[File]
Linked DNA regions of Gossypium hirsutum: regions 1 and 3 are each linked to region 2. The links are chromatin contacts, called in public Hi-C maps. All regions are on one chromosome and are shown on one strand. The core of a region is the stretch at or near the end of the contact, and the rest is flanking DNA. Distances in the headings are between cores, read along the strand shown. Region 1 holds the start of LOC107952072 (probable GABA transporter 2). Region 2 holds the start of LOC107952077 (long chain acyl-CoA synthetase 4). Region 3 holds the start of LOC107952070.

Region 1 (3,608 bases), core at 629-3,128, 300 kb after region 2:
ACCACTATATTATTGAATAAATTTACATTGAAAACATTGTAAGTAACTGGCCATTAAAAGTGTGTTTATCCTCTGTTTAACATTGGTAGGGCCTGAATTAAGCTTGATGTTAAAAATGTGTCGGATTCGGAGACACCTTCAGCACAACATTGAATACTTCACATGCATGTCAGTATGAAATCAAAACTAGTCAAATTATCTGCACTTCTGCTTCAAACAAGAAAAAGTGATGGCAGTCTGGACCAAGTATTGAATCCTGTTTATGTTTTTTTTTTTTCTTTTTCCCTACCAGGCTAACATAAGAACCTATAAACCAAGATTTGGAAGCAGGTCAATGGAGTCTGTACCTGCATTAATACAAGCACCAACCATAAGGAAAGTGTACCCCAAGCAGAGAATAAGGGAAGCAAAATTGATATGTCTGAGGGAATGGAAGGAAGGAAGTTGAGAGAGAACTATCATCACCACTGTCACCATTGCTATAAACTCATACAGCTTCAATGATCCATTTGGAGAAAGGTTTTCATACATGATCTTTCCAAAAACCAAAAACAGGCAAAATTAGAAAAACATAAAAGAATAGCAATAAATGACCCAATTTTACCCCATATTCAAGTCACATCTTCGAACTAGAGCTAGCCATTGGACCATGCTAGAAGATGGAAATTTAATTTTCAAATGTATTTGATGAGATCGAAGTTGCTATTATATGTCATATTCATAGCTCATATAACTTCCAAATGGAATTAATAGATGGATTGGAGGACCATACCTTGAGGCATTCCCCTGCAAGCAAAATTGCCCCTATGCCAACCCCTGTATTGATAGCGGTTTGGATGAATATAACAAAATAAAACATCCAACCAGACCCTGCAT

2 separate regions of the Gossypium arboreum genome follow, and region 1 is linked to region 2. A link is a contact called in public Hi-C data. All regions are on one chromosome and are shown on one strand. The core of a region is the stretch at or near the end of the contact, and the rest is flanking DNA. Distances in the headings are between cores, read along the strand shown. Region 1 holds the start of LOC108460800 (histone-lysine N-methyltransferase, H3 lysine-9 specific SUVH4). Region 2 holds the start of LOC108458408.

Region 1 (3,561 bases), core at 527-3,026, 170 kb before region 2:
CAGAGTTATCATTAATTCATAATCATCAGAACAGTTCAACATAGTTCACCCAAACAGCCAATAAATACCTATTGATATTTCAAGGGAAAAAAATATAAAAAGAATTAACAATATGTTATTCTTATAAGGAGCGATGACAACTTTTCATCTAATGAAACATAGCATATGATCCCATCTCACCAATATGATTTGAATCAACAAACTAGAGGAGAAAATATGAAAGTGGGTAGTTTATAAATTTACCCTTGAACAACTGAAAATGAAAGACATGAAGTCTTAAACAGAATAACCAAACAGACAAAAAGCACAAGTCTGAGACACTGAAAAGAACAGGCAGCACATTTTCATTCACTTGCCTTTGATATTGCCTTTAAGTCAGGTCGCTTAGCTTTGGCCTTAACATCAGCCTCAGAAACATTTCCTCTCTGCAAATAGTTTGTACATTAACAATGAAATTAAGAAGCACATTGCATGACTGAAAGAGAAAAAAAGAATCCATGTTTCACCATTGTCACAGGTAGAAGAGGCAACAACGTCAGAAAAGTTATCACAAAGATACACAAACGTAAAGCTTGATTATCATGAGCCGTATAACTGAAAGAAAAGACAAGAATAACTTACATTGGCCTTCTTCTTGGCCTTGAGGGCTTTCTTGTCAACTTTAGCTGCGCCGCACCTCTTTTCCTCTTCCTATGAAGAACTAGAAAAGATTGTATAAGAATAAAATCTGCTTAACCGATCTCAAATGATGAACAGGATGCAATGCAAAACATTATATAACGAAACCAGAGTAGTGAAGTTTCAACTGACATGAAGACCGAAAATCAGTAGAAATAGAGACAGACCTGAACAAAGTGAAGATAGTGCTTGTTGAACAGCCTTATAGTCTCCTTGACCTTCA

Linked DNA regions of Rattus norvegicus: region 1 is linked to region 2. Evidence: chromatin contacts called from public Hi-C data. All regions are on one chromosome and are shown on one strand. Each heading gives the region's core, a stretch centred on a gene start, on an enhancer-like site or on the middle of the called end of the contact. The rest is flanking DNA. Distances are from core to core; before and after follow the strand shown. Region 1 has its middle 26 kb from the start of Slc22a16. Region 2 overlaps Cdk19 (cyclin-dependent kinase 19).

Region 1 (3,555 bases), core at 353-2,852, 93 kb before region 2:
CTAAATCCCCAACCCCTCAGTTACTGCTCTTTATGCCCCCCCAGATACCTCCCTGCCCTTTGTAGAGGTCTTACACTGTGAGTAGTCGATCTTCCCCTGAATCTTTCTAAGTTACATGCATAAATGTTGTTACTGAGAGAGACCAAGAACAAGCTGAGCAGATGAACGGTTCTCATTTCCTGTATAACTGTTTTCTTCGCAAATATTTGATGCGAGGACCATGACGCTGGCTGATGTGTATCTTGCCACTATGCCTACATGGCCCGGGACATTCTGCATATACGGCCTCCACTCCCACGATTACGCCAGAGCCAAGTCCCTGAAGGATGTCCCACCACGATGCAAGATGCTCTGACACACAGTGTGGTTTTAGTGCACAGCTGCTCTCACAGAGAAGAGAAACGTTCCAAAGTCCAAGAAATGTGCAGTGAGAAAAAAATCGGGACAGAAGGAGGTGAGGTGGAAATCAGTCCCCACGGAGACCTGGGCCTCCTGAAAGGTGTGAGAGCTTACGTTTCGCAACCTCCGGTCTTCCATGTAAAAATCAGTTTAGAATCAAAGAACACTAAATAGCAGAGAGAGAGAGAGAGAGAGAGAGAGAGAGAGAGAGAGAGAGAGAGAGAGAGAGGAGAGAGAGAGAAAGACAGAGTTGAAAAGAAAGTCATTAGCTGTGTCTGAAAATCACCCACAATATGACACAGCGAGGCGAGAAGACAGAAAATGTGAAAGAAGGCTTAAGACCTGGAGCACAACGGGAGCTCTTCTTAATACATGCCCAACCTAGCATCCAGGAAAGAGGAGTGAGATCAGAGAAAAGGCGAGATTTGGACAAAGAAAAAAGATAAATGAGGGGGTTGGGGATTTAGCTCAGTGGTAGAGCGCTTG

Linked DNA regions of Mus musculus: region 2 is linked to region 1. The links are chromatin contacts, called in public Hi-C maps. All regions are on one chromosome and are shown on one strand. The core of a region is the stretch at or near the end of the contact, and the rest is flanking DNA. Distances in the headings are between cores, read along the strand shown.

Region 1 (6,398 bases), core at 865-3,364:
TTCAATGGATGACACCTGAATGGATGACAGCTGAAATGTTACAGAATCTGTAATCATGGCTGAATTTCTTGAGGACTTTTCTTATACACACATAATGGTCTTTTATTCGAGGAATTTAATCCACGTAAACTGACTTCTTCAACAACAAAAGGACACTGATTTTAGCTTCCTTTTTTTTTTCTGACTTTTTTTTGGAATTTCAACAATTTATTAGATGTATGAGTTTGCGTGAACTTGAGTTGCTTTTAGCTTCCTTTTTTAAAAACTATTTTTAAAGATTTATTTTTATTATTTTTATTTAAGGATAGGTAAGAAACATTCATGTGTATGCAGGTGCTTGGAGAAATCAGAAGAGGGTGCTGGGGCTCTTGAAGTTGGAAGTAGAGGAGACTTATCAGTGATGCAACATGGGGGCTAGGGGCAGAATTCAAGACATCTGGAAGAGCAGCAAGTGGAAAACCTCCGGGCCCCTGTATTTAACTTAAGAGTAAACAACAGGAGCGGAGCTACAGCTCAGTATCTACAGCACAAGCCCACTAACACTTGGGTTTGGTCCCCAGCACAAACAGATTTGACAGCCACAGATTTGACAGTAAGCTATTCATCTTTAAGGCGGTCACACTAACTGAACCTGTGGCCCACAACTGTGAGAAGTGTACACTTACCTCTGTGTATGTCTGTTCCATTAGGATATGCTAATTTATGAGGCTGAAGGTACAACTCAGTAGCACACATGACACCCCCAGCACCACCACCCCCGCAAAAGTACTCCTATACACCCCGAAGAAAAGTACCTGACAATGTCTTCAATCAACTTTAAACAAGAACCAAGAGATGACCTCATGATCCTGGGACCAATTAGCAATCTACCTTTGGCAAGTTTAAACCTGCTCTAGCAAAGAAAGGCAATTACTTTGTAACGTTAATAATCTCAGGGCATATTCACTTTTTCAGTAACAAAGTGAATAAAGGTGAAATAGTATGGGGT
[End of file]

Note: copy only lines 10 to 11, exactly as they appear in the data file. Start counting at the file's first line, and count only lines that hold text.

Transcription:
Linked DNA regions of Mus musculus: region 2 is linked to region 1. The links are chromatin contacts, called in public Hi-C maps. All regions are on one chromosome and are shown on one strand. The core of a region is the stretch at or near the end of the contact, and the rest is flanking DNA. Distances in the headings are between cores, read along the strand shown.

Region 1 (6,398 bases), core at 865-3,364: